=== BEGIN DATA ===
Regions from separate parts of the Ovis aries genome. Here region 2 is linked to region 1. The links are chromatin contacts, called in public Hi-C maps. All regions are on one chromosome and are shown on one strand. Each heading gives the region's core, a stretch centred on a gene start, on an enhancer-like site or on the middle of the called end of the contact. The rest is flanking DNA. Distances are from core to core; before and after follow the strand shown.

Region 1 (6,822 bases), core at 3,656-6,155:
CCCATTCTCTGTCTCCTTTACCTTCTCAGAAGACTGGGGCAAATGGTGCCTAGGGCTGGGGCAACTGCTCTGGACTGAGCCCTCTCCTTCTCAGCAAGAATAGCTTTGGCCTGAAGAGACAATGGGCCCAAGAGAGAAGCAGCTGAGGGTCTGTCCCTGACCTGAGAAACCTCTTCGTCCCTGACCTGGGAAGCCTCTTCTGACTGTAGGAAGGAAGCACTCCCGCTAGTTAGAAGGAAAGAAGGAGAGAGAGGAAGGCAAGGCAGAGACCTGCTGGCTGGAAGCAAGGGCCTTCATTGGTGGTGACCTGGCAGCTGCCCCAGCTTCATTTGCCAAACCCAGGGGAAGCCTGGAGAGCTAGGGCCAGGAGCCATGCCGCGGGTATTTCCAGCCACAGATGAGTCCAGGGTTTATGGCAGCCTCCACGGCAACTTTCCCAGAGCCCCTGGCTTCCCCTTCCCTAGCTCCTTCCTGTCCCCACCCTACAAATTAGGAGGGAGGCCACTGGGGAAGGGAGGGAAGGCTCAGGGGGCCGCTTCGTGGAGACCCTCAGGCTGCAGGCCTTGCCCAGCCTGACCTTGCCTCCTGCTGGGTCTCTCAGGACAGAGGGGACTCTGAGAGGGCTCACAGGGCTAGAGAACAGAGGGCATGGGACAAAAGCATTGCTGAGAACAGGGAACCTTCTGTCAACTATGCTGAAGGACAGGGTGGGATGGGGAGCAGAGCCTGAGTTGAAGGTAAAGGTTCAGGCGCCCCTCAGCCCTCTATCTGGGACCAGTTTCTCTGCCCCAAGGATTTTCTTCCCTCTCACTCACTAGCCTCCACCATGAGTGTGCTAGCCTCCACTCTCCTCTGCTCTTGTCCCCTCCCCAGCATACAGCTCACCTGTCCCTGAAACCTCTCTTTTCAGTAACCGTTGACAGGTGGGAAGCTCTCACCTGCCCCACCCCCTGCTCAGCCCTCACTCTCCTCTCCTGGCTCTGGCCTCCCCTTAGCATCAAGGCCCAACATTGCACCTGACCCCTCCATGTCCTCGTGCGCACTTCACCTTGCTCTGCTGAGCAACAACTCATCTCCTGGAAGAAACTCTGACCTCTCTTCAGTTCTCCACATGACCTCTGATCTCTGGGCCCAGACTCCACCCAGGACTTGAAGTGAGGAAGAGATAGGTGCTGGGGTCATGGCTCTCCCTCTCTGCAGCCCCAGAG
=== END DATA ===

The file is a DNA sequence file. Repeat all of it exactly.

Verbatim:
Regions from separate parts of the Ovis aries genome. Here region 2 is linked to region 1. The links are chromatin contacts, called in public Hi-C maps. All regions are on one chromosome and are shown on one strand. Each heading gives the region's core, a stretch centred on a gene start, on an enhancer-like site or on the middle of the called end of the contact. The rest is flanking DNA. Distances are from core to core; before and after follow the strand shown.

Region 1 (6,822 bases), core at 3,656-6,155:
CCCATTCTCTGTCTCCTTTACCTTCTCAGAAGACTGGGGCAAATGGTGCCTAGGGCTGGGGCAACTGCTCTGGACTGAGCCCTCTCCTTCTCAGCAAGAATAGCTTTGGCCTGAAGAGACAATGGGCCCAAGAGAGAAGCAGCTGAGGGTCTGTCCCTGACCTGAGAAACCTCTTCGTCCCTGACCTGGGAAGCCTCTTCTGACTGTAGGAAGGAAGCACTCCCGCTAGTTAGAAGGAAAGAAGGAGAGAGAGGAAGGCAAGGCAGAGACCTGCTGGCTGGAAGCAAGGGCCTTCATTGGTGGTGACCTGGCAGCTGCCCCAGCTTCATTTGCCAAACCCAGGGGAAGCCTGGAGAGCTAGGGCCAGGAGCCATGCCGCGGGTATTTCCAGCCACAGATGAGTCCAGGGTTTATGGCAGCCTCCACGGCAACTTTCCCAGAGCCCCTGGCTTCCCCTTCCCTAGCTCCTTCCTGTCCCCACCCTACAAATTAGGAGGGAGGCCACTGGGGAAGGGAGGGAAGGCTCAGGGGGCCGCTTCGTGGAGACCCTCAGGCTGCAGGCCTTGCCCAGCCTGACCTTGCCTCCTGCTGGGTCTCTCAGGACAGAGGGGACTCTGAGAGGGCTCACAGGGCTAGAGAACAGAGGGCATGGGACAAAAGCATTGCTGAGAACAGGGAACCTTCTGTCAACTATGCTGAAGGACAGGGTGGGATGGGGAGCAGAGCCTGAGTTGAAGGTAAAGGTTCAGGCGCCCCTCAGCCCTCTATCTGGGACCAGTTTCTCTGCCCCAAGGATTTTCTTCCCTCTCACTCACTAGCCTCCACCATGAGTGTGCTAGCCTCCACTCTCCTCTGCTCTTGTCCCCTCCCCAGCATACAGCTCACCTGTCCCTGAAACCTCTCTTTTCAGTAACCGTTGACAGGTGGGAAGCTCTCACCTGCCCCACCCCCTGCTCAGCCCTCACTCTCCTCTCCTGGCTCTGGCCTCCCCTTAGCATCAAGGCCCAACATTGCACCTGACCCCTCCATGTCCTCGTGCGCACTTCACCTTGCTCTGCTGAGCAACAACTCATCTCCTGGAAGAAACTCTGACCTCTCTTCAGTTCTCCACATGACCTCTGATCTCTGGGCCCAGACTCCACCCAGGACTTGAAGTGAGGAAGAGATAGGTGCTGGGGTCATGGCTCTCCCTCTCTGCAGCCCCAGAG